Businesses and organisations across the country are lending a hand where they can during the COVID-19 crisis, whether it be out of compassion, mutual interest or what economists call positive externalities.
In the case of The University of Queensland (UQ) Business School, one area this spirit of solidarity can be seen is through the substantial subsidising of courses in leadership, design thinking and tourism management to help businesses and job seekers pivot, innovate and manage staff.
Taught by top teachers and experts in their fields, the university is helping Australia's workforce upskill. For $8 (normally up to $533), those that enrol will receive a verified certificate of completion, along with a new set of skills and tools to arm them with innovative new approaches for a changing job market.
Dean of UQ Business School, Dr Michael Brünig, says the campaign's purpose is to offer hope to individuals who may have lost their jobs and would like to lift their competitiveness in the marketplace.
"A lot of businesses are struggling or having difficulties, and the courses we offer provide skills that are beneficial for people to learn in order to actually thrive in situations of crisis," says Brünig.
"You get access to reading material, there are videos online, there are checkpoints, and when you sign up you have access to a level of facilitation whereby you can ask questions and interact with others.
"The courses are multi-modal in that sense, and you can break them up into portions so you don't have to do everything at the same time. You can pace yourself."
The specific courses on offer include: Design Thinking and Creativity for Innovation; Leading High-Performing Teams; and Tourism & Travel Management.
Brünig says the Design Thinking and Creativity for Innovation course is about ideation and working out how to think about "the next big thing". He also believes it is perhaps the most relevant course for entrepreneurs as it teaches different approaches to innovation that can be taken when starting or leading your own business.
Meanwhile, the leading high-performing teams course addresses aspects of leadership that are not necessarily tested when it's business as usual.
"The crisis actually brings the question of leadership to the forefront, and in this course you can learn a lot about that and forming high performing teams who are robust and resilient in times of crisis," he says.
"We're proud to offer these online courses from our top researchers and teachers who are internationally acclaimed, with deep connections to real-time industry challenges, to help translate their cutting-edge insights to those who are hard hit."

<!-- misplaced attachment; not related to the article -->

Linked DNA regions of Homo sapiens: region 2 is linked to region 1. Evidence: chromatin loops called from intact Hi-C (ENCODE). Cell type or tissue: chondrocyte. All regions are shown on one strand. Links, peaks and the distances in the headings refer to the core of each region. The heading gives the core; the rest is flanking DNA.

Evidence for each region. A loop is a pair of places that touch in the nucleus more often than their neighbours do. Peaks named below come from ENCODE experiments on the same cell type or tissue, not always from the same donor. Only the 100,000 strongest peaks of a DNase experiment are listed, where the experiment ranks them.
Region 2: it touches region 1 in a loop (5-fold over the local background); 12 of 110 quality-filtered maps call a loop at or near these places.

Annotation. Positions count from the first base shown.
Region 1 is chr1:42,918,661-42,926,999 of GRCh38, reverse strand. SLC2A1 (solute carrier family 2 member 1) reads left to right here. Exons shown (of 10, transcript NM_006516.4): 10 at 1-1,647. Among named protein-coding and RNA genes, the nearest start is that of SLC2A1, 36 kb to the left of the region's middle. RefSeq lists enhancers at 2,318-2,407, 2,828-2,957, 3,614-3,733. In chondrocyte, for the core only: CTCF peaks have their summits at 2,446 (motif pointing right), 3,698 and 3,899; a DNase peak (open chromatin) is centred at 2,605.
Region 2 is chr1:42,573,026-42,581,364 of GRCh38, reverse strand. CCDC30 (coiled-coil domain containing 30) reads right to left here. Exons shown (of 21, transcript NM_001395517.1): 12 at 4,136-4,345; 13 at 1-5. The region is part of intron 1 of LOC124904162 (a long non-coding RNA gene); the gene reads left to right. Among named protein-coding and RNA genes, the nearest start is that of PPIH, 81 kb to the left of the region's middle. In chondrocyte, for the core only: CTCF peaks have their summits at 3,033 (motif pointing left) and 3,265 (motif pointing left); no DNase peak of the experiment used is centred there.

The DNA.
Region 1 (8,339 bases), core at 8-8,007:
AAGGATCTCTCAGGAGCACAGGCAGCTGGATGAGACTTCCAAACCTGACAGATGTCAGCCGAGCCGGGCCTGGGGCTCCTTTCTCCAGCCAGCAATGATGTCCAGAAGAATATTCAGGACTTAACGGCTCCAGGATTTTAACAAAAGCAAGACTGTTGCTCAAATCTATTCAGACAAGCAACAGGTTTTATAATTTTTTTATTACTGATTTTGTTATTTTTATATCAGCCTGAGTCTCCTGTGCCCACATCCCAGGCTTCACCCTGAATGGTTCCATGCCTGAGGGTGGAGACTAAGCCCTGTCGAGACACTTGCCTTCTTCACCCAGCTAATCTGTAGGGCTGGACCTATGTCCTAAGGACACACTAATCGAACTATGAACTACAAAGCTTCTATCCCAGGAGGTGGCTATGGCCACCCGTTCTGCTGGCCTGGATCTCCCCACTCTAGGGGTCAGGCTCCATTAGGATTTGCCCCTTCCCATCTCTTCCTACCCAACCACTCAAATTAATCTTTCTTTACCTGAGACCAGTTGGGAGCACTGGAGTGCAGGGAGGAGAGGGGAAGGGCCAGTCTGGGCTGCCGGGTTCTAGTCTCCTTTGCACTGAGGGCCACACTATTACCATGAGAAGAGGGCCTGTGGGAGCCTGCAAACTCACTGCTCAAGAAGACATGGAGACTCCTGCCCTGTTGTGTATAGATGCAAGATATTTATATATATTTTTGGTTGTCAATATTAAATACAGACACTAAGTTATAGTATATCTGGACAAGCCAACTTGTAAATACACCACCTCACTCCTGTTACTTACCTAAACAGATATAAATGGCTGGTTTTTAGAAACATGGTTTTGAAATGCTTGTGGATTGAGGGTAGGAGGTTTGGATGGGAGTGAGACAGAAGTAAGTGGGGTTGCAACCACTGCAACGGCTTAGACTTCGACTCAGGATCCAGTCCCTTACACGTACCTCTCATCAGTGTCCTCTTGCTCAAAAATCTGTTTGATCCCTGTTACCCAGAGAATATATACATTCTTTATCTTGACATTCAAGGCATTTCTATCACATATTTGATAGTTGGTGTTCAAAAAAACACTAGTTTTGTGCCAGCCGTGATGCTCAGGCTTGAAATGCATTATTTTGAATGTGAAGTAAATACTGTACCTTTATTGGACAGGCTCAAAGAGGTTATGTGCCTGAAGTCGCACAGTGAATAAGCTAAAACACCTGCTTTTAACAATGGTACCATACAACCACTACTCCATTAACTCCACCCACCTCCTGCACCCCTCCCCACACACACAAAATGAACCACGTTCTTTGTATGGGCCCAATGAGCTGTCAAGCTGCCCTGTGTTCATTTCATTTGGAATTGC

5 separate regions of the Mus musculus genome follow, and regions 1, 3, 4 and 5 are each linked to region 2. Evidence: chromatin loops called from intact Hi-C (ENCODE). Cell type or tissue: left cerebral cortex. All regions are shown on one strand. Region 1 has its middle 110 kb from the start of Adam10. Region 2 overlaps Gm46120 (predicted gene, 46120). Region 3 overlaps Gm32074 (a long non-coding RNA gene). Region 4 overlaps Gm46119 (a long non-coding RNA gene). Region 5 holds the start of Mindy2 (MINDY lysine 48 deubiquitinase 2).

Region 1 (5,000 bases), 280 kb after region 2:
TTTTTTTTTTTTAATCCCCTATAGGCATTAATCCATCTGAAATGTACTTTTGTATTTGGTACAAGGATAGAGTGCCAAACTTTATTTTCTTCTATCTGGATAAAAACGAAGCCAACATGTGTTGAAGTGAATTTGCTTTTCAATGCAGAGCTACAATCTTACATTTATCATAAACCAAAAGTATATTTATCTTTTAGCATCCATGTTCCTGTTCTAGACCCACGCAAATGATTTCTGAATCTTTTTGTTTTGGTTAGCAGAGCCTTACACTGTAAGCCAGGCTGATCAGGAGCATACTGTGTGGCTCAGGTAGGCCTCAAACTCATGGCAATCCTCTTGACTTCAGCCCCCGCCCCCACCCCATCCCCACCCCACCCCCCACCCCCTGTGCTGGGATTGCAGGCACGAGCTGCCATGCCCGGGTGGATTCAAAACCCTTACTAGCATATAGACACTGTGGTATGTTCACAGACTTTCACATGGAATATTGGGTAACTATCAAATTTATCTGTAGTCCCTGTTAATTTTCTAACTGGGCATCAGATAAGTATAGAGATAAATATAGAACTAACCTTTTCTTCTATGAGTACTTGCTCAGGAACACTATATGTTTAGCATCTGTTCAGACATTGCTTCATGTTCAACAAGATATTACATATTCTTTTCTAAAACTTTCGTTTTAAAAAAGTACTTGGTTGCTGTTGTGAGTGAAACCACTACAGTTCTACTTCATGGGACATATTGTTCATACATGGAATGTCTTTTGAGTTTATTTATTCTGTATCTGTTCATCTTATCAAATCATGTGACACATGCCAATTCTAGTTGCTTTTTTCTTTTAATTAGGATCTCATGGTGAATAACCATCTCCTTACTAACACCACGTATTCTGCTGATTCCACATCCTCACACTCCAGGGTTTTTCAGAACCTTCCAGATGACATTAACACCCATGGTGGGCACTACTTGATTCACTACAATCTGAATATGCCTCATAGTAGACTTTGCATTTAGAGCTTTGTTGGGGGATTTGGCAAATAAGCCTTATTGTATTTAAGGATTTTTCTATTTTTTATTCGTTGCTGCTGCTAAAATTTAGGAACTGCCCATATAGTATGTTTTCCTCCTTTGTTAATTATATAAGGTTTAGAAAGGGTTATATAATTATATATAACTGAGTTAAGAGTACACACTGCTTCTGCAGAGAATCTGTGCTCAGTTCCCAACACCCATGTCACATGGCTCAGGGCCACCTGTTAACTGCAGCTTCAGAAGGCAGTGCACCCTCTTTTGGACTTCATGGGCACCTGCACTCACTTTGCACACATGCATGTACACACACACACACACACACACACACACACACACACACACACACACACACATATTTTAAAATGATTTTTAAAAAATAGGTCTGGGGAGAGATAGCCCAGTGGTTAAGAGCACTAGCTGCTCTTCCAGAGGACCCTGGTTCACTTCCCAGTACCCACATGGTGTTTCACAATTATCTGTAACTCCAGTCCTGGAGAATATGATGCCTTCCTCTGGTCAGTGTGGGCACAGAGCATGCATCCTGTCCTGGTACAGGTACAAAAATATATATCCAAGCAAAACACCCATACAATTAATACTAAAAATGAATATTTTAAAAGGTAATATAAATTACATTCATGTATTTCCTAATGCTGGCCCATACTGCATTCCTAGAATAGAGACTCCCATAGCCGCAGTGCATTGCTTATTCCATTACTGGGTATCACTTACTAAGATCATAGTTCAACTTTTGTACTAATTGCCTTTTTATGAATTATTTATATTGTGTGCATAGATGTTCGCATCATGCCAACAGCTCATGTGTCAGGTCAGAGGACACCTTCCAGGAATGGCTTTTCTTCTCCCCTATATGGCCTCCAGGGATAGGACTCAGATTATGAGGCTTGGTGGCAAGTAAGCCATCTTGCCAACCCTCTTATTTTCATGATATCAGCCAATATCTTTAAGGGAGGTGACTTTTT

Brünig says tourism has been one of the hardest hit sectors of the economy, and was even struggling before COVID-19 with the bushfires. This is why Tourism and Travel Management was chosen for the campaign to assist in the recovery effort.
"We do expect the sector to bounce back, and we want to help drive and build the capacity to do that. It's so important, and this course is to upskill people on leadership and direction, specifically in the context of the tourism industry," he says.
Associate Professor Gabby Walters, an expert in tourism disaster recovery who helped craft the Tourism and Travel Management course, recently conducted a survey of Australians' domestic travel intentions once COVID-19 restrictions are lifted.
Her study led to the report "Good times ahead for Australia's Tourism Industry: Proceed with Caution", with the key finding that 58 per cent were keen to travel as soon as it is perceived as acceptable to do so.
A third of those surveyed want to travel as soon as restrictions are lifted, another third plans to wait 12 months, while 15 per cent claim they would not be in a financial position to travel for at least a year.
"One of the really great insights from the study, is it unearthed one of the main reasons people want to travel is to help the local tourism industry, so I think those workers who are hard hit by the sector slump have hope to keep upskilling to return," says Walters.
"The industry will need to adapt to the new normal though, as the study revealed tourists are going to give more weight to issues of trust and cleanliness for their travel decisions.
"There's going to be an expectation on the industry that they have their customer's health and wellbeing as the number one priority."
She adds a lot of accreditation is likely to come in as well.
"I know the Queensland Tourism Industry Council has the COVID Clean accreditation that they're rolling out."
Prime Minister Scott Morrison recently highlighted Australia is a net importer of tourism to the tune of around $20 billion a year, and that's a gap that domestic tourism operators could tap into.
Walters says international tourists tend to contribute a lot more to our economy than domestic tourists, but there's certainly going to be a lot more domestic travel post-COVID than there would have been normally.
"People who may have been considering Bali or Thailand for their Christmas holiday will now be changing their focus to Australian destinations, not just because the borders are closed, but because Australia may now be considered a safer option due to the country's handling of the pandemic and the trust people have in our tourism industry to keep them safe," she says.
"Australia is rich in beautiful, inspiring and culturally diverse destinations."
Upskill and crisis-proof your career or business with one of the subsidised courses on offer from UQ Business School.This story was written in partnership with The University of Queensland Business School.
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